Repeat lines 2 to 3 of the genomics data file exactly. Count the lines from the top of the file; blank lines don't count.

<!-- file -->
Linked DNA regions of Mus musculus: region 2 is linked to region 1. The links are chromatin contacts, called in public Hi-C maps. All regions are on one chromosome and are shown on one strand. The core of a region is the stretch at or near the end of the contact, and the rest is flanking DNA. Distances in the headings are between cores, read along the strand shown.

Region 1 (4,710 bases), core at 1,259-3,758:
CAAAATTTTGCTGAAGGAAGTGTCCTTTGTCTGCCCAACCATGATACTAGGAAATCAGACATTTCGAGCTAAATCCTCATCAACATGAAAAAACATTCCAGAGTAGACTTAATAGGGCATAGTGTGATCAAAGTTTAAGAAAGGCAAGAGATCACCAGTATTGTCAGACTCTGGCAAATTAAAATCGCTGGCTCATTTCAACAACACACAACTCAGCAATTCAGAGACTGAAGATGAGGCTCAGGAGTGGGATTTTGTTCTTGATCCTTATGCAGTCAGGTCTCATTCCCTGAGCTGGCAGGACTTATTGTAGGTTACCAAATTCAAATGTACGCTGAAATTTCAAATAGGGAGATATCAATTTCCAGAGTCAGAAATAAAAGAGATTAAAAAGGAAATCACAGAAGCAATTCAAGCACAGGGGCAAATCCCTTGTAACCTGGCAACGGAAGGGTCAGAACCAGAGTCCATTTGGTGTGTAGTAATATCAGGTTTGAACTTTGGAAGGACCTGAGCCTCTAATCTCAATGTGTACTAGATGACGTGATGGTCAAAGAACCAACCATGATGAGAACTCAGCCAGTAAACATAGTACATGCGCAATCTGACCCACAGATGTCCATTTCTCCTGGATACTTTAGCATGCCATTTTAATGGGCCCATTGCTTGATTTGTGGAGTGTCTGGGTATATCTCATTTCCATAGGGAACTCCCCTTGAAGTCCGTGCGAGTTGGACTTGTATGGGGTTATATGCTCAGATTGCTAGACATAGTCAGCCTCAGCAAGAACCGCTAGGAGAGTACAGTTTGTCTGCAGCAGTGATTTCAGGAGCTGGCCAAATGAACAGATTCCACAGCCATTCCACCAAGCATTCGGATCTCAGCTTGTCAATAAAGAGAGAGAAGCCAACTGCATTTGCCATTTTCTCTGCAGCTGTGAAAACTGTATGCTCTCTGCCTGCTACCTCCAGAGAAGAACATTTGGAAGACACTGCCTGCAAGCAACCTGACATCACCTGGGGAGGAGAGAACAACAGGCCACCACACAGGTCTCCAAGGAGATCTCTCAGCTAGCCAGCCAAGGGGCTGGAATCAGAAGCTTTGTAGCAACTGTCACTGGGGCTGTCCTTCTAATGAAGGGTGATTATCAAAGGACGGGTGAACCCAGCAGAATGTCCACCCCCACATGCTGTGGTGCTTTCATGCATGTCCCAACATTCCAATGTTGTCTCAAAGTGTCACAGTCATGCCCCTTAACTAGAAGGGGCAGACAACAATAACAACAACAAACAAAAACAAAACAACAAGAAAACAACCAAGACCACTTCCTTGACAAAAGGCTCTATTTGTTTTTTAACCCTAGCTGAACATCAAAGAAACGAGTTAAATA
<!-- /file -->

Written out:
Region 1 (4,710 bases), core at 1,259-3,758:
CAAAATTTTGCTGAAGGAAGTGTCCTTTGTCTGCCCAACCATGATACTAGGAAATCAGACATTTCGAGCTAAATCCTCATCAACATGAAAAAACATTCCAGAGTAGACTTAATAGGGCATAGTGTGATCAAAGTTTAAGAAAGGCAAGAGATCACCAGTATTGTCAGACTCTGGCAAATTAAAATCGCTGGCTCATTTCAACAACACACAACTCAGCAATTCAGAGACTGAAGATGAGGCTCAGGAGTGGGATTTTGTTCTTGATCCTTATGCAGTCAGGTCTCATTCCCTGAGCTGGCAGGACTTATTGTAGGTTACCAAATTCAAATGTACGCTGAAATTTCAAATAGGGAGATATCAATTTCCAGAGTCAGAAATAAAAGAGATTAAAAAGGAAATCACAGAAGCAATTCAAGCACAGGGGCAAATCCCTTGTAACCTGGCAACGGAAGGGTCAGAACCAGAGTCCATTTGGTGTGTAGTAATATCAGGTTTGAACTTTGGAAGGACCTGAGCCTCTAATCTCAATGTGTACTAGATGACGTGATGGTCAAAGAACCAACCATGATGAGAACTCAGCCAGTAAACATAGTACATGCGCAATCTGACCCACAGATGTCCATTTCTCCTGGATACTTTAGCATGCCATTTTAATGGGCCCATTGCTTGATTTGTGGAGTGTCTGGGTATATCTCATTTCCATAGGGAACTCCCCTTGAAGTCCGTGCGAGTTGGACTTGTATGGGGTTATATGCTCAGATTGCTAGACATAGTCAGCCTCAGCAAGAACCGCTAGGAGAGTACAGTTTGTCTGCAGCAGTGATTTCAGGAGCTGGCCAAATGAACAGATTCCACAGCCATTCCACCAAGCATTCGGATCTCAGCTTGTCAATAAAGAGAGAGAAGCCAACTGCATTTGCCATTTTCTCTGCAGCTGTGAAAACTGTATGCTCTCTGCCTGCTACCTCCAGAGAAGAACATTTGGAAGACACTGCCTGCAAGCAACCTGACATCACCTGGGGAGGAGAGAACAACAGGCCACCACACAGGTCTCCAAGGAGATCTCTCAGCTAGCCAGCCAAGGGGCTGGAATCAGAAGCTTTGTAGCAACTGTCACTGGGGCTGTCCTTCTAATGAAGGGTGATTATCAAAGGACGGGTGAACCCAGCAGAATGTCCACCCCCACATGCTGTGGTGCTTTCATGCATGTCCCAACATTCCAATGTTGTCTCAAAGTGTCACAGTCATGCCCCTTAACTAGAAGGGGCAGACAACAATAACAACAACAAACAAAAACAAAACAACAAGAAAACAACCAAGACCACTTCCTTGACAAAAGGCTCTATTTGTTTTTTAACCCTAGCTGAACATCAAAGAAACGAGTTAAATA